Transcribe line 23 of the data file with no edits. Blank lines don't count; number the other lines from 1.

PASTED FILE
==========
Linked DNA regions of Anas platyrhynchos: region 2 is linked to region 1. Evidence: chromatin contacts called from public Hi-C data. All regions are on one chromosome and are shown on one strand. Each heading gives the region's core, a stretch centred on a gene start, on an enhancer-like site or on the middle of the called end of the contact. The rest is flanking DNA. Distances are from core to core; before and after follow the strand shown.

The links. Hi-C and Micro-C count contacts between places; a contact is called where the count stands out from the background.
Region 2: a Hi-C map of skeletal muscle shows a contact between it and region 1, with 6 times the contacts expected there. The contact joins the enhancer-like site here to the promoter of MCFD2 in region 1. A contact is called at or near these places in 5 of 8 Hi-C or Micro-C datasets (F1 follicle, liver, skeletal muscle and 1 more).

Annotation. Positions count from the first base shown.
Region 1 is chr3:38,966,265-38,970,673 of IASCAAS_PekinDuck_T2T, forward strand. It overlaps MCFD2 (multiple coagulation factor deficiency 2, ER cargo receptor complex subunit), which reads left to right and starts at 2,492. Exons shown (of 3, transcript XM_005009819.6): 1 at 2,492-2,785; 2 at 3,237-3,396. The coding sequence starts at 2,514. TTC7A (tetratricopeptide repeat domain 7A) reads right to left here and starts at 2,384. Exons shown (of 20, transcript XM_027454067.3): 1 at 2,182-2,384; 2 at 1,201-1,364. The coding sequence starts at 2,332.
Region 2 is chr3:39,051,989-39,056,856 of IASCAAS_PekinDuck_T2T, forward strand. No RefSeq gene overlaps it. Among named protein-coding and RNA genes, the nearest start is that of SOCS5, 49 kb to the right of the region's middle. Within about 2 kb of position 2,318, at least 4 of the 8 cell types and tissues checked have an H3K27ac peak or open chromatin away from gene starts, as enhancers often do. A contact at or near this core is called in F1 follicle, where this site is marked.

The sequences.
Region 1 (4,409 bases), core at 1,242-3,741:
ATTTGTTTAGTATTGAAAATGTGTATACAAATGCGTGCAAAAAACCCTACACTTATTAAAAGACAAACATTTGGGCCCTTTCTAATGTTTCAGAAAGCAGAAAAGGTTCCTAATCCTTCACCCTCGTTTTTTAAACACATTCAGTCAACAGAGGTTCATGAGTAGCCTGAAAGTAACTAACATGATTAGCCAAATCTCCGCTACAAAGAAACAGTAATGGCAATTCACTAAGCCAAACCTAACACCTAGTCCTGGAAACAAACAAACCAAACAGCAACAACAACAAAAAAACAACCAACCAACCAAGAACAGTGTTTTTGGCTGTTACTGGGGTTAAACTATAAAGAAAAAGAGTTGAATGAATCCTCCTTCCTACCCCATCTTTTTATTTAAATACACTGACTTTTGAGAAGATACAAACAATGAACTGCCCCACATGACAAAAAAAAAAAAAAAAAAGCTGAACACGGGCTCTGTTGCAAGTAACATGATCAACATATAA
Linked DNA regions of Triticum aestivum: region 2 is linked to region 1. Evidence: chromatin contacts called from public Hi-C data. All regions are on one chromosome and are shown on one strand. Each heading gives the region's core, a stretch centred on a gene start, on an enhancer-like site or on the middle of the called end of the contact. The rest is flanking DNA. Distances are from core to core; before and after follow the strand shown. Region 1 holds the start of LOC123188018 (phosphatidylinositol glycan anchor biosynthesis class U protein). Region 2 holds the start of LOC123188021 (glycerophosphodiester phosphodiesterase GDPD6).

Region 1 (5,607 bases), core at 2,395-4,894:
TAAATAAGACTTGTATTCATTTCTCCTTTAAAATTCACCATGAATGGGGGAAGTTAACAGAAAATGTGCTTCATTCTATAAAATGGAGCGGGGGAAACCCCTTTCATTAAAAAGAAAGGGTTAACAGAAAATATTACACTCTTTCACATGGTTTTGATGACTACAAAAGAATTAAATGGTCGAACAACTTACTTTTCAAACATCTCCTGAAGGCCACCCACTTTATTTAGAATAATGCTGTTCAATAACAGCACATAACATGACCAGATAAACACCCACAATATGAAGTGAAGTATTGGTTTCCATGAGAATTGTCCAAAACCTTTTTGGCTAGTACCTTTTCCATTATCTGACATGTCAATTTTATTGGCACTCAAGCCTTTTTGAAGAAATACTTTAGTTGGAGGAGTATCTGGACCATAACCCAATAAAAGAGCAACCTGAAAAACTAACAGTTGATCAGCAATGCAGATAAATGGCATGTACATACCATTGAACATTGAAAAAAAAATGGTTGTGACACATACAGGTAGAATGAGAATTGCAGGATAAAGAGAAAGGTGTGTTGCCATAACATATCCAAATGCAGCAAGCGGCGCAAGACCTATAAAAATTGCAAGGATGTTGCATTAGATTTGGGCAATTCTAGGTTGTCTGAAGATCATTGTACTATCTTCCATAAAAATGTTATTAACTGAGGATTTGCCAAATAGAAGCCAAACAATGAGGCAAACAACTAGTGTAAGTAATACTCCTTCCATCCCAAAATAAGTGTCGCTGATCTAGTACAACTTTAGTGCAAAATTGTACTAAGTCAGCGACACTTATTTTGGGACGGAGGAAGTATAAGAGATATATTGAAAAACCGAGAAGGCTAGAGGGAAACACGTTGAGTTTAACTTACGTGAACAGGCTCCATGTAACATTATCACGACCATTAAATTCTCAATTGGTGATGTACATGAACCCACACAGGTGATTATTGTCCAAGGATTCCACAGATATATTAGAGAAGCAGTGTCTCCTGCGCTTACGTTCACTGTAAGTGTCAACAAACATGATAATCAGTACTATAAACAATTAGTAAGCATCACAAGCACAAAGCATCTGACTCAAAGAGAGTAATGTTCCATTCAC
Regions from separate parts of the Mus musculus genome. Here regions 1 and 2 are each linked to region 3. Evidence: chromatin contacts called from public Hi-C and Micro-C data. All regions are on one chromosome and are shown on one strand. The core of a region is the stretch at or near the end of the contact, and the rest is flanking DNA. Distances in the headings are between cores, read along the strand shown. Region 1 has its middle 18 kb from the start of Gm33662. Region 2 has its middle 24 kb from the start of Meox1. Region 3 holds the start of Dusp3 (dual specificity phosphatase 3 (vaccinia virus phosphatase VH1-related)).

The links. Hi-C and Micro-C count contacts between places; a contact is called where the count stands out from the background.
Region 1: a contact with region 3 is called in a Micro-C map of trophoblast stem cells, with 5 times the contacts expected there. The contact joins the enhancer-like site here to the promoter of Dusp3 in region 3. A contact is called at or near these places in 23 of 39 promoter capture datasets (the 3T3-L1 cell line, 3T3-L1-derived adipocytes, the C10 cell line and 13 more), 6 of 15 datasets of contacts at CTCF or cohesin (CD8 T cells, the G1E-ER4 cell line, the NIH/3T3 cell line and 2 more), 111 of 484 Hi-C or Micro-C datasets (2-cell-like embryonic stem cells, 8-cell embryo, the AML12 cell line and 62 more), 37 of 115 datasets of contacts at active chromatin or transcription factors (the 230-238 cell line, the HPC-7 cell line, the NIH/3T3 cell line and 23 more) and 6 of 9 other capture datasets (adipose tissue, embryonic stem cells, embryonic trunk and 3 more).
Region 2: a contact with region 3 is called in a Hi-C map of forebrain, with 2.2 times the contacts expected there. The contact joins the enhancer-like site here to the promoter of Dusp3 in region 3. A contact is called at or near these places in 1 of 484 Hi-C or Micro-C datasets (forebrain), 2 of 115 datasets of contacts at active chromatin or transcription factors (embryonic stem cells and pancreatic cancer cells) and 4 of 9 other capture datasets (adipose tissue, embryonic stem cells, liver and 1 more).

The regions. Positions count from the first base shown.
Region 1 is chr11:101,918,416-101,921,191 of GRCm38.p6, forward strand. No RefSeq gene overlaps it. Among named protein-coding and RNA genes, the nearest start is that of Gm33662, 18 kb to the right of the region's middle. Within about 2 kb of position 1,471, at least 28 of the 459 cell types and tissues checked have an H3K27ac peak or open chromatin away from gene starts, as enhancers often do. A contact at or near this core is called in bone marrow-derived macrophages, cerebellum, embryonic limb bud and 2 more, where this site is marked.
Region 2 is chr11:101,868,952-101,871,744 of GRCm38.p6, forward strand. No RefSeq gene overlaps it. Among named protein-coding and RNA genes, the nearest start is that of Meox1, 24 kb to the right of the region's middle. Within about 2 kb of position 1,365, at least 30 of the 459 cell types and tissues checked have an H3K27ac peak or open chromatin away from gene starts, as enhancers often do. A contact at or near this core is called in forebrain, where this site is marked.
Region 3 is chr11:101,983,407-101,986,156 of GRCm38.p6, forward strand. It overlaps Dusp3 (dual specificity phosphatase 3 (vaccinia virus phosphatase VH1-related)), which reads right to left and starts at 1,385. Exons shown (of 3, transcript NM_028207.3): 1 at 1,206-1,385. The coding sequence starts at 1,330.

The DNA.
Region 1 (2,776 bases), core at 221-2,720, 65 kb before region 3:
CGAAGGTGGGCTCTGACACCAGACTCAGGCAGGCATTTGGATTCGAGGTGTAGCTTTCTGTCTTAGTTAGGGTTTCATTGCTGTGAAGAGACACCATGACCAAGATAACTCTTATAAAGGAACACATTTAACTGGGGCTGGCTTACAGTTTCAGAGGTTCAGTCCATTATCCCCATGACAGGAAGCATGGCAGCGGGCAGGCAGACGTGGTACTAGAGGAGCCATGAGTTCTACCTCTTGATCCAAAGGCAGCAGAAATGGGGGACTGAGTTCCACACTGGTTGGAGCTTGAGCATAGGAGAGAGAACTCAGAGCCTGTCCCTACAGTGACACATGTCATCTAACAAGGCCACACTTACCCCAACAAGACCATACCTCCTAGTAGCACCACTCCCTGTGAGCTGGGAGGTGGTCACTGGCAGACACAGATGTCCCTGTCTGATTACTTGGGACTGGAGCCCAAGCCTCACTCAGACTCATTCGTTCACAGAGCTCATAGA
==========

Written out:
CGAAGGTGGGCTCTGACACCAGACTCAGGCAGGCATTTGGATTCGAGGTGTAGCTTTCTGTCTTAGTTAGGGTTTCATTGCTGTGAAGAGACACCATGACCAAGATAACTCTTATAAAGGAACACATTTAACTGGGGCTGGCTTACAGTTTCAGAGGTTCAGTCCATTATCCCCATGACAGGAAGCATGGCAGCGGGCAGGCAGACGTGGTACTAGAGGAGCCATGAGTTCTACCTCTTGATCCAAAGGCAGCAGAAATGGGGGACTGAGTTCCACACTGGTTGGAGCTTGAGCATAGGAGAGAGAACTCAGAGCCTGTCCCTACAGTGACACATGTCATCTAACAAGGCCACACTTACCCCAACAAGACCATACCTCCTAGTAGCACCACTCCCTGTGAGCTGGGAGGTGGTCACTGGCAGACACAGATGTCCCTGTCTGATTACTTGGGACTGGAGCCCAAGCCTCACTCAGACTCATTCGTTCACAGAGCTCATAGA